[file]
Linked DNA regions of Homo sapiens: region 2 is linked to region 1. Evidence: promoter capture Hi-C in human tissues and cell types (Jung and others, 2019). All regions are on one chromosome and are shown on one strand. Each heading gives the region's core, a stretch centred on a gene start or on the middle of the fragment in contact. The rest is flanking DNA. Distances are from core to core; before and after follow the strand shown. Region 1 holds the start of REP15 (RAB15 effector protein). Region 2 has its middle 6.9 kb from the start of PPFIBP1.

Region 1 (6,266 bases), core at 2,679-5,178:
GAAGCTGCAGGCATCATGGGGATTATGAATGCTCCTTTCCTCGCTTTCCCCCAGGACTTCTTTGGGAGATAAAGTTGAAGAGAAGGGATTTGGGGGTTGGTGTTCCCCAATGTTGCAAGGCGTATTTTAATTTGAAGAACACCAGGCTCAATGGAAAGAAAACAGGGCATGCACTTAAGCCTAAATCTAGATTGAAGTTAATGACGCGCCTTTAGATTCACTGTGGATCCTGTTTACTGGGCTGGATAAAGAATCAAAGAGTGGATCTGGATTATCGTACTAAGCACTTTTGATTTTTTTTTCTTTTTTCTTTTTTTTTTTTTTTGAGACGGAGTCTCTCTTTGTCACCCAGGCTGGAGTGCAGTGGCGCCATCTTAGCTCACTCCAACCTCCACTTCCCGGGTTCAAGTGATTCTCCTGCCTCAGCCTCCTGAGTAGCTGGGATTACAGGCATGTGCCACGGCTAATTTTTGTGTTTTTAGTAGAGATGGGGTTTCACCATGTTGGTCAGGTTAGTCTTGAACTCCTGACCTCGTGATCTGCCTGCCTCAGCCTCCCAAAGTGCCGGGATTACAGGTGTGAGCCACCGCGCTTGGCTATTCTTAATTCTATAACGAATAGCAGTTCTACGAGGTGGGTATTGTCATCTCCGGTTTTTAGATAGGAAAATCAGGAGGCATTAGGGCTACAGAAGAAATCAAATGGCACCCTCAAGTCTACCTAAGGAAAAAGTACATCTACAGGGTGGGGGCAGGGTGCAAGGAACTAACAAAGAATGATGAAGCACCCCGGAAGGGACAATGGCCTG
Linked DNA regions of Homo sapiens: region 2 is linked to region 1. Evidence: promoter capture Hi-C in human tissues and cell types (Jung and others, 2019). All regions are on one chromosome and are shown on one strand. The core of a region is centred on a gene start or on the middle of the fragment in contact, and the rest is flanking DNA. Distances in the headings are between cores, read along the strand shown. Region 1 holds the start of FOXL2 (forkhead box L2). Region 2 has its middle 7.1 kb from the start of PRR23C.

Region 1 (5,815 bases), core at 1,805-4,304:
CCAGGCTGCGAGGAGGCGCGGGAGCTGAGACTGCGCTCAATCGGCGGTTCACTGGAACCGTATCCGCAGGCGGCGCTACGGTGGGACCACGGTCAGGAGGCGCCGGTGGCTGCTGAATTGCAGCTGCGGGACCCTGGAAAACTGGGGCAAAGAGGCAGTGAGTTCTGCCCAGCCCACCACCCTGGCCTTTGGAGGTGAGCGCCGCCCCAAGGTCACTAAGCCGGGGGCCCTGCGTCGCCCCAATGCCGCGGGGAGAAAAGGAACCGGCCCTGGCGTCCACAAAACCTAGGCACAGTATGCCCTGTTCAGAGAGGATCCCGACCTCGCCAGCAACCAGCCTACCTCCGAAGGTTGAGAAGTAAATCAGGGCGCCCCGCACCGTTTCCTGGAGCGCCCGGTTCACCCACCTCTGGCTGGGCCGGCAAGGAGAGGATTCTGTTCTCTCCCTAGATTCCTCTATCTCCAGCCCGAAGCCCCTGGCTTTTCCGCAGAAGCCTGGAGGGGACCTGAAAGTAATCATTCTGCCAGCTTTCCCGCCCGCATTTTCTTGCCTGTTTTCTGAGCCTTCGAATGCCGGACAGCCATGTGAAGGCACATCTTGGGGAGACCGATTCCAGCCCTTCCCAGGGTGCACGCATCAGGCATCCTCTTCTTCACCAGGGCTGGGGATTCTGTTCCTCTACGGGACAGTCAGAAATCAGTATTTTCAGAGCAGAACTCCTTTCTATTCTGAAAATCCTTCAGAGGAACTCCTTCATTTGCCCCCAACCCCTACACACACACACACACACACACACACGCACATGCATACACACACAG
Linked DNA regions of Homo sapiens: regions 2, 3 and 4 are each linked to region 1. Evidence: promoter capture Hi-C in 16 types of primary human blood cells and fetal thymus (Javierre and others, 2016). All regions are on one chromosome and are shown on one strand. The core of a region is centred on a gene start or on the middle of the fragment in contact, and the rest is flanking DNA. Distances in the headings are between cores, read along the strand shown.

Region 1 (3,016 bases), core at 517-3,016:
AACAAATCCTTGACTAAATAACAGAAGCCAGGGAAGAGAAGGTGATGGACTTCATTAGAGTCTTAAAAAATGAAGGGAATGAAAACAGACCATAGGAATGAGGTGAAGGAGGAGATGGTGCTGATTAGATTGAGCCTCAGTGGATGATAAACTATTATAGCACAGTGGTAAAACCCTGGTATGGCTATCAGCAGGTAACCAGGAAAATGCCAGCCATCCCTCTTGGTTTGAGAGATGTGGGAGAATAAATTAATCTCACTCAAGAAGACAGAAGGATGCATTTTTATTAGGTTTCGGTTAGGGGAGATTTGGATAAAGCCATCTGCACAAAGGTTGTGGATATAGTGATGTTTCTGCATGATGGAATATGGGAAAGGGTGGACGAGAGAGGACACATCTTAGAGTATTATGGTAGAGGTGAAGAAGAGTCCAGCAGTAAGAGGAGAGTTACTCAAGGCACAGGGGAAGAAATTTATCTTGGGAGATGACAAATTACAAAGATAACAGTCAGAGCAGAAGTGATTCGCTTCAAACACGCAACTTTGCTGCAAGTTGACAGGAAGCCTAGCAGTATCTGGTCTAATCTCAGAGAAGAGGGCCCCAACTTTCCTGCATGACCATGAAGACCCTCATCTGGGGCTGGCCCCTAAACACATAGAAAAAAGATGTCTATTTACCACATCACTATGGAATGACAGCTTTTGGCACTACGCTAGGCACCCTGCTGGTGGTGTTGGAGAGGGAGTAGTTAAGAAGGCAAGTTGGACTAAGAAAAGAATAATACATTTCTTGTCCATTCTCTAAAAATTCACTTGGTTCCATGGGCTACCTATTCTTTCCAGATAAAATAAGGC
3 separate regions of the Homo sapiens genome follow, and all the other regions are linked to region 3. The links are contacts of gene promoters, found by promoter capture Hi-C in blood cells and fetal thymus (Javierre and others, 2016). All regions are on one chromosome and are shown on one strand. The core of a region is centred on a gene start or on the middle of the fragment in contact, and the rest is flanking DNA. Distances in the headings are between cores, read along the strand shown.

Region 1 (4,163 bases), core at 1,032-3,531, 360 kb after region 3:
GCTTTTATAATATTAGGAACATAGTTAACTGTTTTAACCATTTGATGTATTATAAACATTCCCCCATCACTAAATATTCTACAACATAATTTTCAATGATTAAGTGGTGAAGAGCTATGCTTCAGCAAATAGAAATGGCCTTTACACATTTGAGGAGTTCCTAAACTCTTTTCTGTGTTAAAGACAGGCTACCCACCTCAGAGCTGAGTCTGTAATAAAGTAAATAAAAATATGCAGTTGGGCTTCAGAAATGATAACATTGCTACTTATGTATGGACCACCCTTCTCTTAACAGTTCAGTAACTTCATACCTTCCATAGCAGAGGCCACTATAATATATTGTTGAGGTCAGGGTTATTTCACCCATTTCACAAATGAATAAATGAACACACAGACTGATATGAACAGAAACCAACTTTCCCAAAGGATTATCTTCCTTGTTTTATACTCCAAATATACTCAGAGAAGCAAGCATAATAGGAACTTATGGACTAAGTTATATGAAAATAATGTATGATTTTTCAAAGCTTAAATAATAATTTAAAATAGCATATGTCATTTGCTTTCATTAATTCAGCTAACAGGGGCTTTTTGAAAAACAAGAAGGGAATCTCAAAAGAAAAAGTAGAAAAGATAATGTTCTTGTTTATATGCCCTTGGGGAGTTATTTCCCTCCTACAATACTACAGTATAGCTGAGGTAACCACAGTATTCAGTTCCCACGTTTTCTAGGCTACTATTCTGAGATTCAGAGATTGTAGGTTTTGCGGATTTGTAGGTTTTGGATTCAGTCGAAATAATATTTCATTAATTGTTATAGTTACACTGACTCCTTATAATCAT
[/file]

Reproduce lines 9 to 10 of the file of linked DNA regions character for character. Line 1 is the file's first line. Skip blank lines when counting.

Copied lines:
AACAAATCCTTGACTAAATAACAGAAGCCAGGGAAGAGAAGGTGATGGACTTCATTAGAGTCTTAAAAAATGAAGGGAATGAAAACAGACCATAGGAATGAGGTGAAGGAGGAGATGGTGCTGATTAGATTGAGCCTCAGTGGATGATAAACTATTATAGCACAGTGGTAAAACCCTGGTATGGCTATCAGCAGGTAACCAGGAAAATGCCAGCCATCCCTCTTGGTTTGAGAGATGTGGGAGAATAAATTAATCTCACTCAAGAAGACAGAAGGATGCATTTTTATTAGGTTTCGGTTAGGGGAGATTTGGATAAAGCCATCTGCACAAAGGTTGTGGATATAGTGATGTTTCTGCATGATGGAATATGGGAAAGGGTGGACGAGAGAGGACACATCTTAGAGTATTATGGTAGAGGTGAAGAAGAGTCCAGCAGTAAGAGGAGAGTTACTCAAGGCACAGGGGAAGAAATTTATCTTGGGAGATGACAAATTACAAAGATAACAGTCAGAGCAGAAGTGATTCGCTTCAAACACGCAACTTTGCTGCAAGTTGACAGGAAGCCTAGCAGTATCTGGTCTAATCTCAGAGAAGAGGGCCCCAACTTTCCTGCATGACCATGAAGACCCTCATCTGGGGCTGGCCCCTAAACACATAGAAAAAAGATGTCTATTTACCACATCACTATGGAATGACAGCTTTTGGCACTACGCTAGGCACCCTGCTGGTGGTGTTGGAGAGGGAGTAGTTAAGAAGGCAAGTTGGACTAAGAAAAGAATAATACATTTCTTGTCCATTCTCTAAAAATTCACTTGGTTCCATGGGCTACCTATTCTTTCCAGATAAAATAAGGC
3 separate regions of the Homo sapiens genome follow, and all the other regions are linked to region 3. The links are contacts of gene promoters, found by promoter capture Hi-C in blood cells and fetal thymus (Javierre and others, 2016). All regions are on one chromosome and are shown on one strand. The core of a region is centred on a gene start or on the middle of the fragment in contact, and the rest is flanking DNA. Distances in the headings are between cores, read along the strand shown.